Peter Gardiner

It was with great regret that we learned of Peter’s death; he had been a good neighbour, kind, obliging and convivial, when he and Juliet lived at Willows, in Stream Road, across the stream from us.

Peter, we soon found out, was another English teacher, and had actually taught a friend of ours when he was at Charterhouse.   Such are the concatenations of coincidence, even in a small village.  And his love of English Literature showed in so many ways.  He master-minded a number of Readings on a theme, and I always marvelled at the breadth of his sources;  in their new home in Goring, he spoke of a group who met to discuss poetry, even when Parkinson’s was taking its toll.   He acted with Blewbury Players, too.

Other contributions to the village were pieces of historical research in local record libraries, his civic-minded litter collection on his regular walking of the footpaths, his service as the transport representative for the village – he and Juliet rarely used their car and set a great example by using the bus to shop and even to visit the dentist, along with suggestions for planting the circuit of the Recreation Ground.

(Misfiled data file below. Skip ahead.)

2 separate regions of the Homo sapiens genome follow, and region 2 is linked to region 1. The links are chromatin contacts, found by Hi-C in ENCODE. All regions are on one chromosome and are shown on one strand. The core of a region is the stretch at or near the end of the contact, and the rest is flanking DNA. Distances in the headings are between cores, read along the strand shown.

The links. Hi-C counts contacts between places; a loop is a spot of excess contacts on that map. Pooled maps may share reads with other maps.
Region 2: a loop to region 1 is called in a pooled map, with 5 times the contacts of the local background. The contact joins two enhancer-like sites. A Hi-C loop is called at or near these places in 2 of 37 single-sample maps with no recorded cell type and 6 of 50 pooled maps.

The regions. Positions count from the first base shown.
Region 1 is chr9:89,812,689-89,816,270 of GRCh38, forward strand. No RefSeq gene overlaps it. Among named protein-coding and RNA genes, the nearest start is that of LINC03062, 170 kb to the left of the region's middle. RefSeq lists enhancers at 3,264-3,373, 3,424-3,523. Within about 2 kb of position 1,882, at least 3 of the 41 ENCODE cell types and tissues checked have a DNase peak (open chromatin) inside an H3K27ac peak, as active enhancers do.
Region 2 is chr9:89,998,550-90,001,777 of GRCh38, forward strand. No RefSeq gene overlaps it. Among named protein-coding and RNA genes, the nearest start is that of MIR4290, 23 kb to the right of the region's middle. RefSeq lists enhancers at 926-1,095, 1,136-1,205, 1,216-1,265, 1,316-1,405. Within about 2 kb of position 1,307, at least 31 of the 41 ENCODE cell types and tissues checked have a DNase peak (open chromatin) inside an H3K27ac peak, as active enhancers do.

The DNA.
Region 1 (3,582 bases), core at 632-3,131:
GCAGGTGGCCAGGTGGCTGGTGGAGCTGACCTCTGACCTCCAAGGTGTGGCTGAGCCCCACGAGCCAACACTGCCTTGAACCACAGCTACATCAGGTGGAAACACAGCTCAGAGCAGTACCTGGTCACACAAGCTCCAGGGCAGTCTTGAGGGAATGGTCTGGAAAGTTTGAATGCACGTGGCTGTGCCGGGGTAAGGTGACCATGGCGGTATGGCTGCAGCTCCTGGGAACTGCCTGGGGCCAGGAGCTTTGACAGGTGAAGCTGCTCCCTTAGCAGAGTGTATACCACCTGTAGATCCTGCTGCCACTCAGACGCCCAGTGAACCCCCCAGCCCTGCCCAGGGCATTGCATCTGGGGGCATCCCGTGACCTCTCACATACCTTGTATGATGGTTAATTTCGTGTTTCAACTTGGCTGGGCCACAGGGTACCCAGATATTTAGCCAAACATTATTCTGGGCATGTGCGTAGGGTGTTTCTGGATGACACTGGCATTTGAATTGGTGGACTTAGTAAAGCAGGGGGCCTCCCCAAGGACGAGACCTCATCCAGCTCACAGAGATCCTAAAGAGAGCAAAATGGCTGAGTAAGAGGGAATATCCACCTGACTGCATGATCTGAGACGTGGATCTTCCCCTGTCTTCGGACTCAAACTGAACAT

He cared for his garden in his headmasterly way: everything was strictly under control. But he had a genuine love and knowledge of plants, too.   We had many interests in common, so conversation was always easy. We even did the same crosswords – and we also agreed they were getting harder by the year. He was an impeccably courteous and convivial host, an ardent environmentalist, a much missed asset to the village community, and we in Upton who remember him send Juliet and their family our deepest sympathy in their loss.

Malcolm Wright, with some help from Margaret Maytham.